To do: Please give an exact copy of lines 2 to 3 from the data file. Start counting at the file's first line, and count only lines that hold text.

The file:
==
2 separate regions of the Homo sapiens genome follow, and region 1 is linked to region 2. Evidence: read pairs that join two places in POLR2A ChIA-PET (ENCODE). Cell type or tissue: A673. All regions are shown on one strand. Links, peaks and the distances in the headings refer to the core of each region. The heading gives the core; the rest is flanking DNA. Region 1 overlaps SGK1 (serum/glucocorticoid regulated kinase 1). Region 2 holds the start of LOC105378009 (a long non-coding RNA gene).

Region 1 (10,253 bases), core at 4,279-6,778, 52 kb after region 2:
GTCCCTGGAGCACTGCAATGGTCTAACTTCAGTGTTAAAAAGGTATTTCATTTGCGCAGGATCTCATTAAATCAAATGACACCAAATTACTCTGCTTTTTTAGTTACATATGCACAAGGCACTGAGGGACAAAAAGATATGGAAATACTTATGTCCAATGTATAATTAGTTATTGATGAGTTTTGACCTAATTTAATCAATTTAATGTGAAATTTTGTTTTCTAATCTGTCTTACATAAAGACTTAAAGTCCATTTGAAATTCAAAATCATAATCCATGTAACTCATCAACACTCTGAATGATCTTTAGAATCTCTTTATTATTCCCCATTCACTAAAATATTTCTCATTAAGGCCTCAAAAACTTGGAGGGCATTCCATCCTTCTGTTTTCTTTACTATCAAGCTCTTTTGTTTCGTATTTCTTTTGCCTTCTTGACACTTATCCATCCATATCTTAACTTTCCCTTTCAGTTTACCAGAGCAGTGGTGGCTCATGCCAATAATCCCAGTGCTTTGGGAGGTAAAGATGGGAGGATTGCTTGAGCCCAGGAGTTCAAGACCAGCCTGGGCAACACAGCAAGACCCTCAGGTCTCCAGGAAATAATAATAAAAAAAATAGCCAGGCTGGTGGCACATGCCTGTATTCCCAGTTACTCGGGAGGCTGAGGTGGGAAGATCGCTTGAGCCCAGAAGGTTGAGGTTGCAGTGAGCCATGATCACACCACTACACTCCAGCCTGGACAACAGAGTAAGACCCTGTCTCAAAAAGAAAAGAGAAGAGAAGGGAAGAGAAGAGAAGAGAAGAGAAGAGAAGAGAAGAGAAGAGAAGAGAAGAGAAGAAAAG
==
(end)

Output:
Region 1 (10,253 bases), core at 4,279-6,778, 52 kb after region 2:
GTCCCTGGAGCACTGCAATGGTCTAACTTCAGTGTTAAAAAGGTATTTCATTTGCGCAGGATCTCATTAAATCAAATGACACCAAATTACTCTGCTTTTTTAGTTACATATGCACAAGGCACTGAGGGACAAAAAGATATGGAAATACTTATGTCCAATGTATAATTAGTTATTGATGAGTTTTGACCTAATTTAATCAATTTAATGTGAAATTTTGTTTTCTAATCTGTCTTACATAAAGACTTAAAGTCCATTTGAAATTCAAAATCATAATCCATGTAACTCATCAACACTCTGAATGATCTTTAGAATCTCTTTATTATTCCCCATTCACTAAAATATTTCTCATTAAGGCCTCAAAAACTTGGAGGGCATTCCATCCTTCTGTTTTCTTTACTATCAAGCTCTTTTGTTTCGTATTTCTTTTGCCTTCTTGACACTTATCCATCCATATCTTAACTTTCCCTTTCAGTTTACCAGAGCAGTGGTGGCTCATGCCAATAATCCCAGTGCTTTGGGAGGTAAAGATGGGAGGATTGCTTGAGCCCAGGAGTTCAAGACCAGCCTGGGCAACACAGCAAGACCCTCAGGTCTCCAGGAAATAATAATAAAAAAAATAGCCAGGCTGGTGGCACATGCCTGTATTCCCAGTTACTCGGGAGGCTGAGGTGGGAAGATCGCTTGAGCCCAGAAGGTTGAGGTTGCAGTGAGCCATGATCACACCACTACACTCCAGCCTGGACAACAGAGTAAGACCCTGTCTCAAAAAGAAAAGAGAAGAGAAGGGAAGAGAAGAGAAGAGAAGAGAAGAGAAGAGAAGAGAAGAGAAGAGAAGAGAAGAAAAG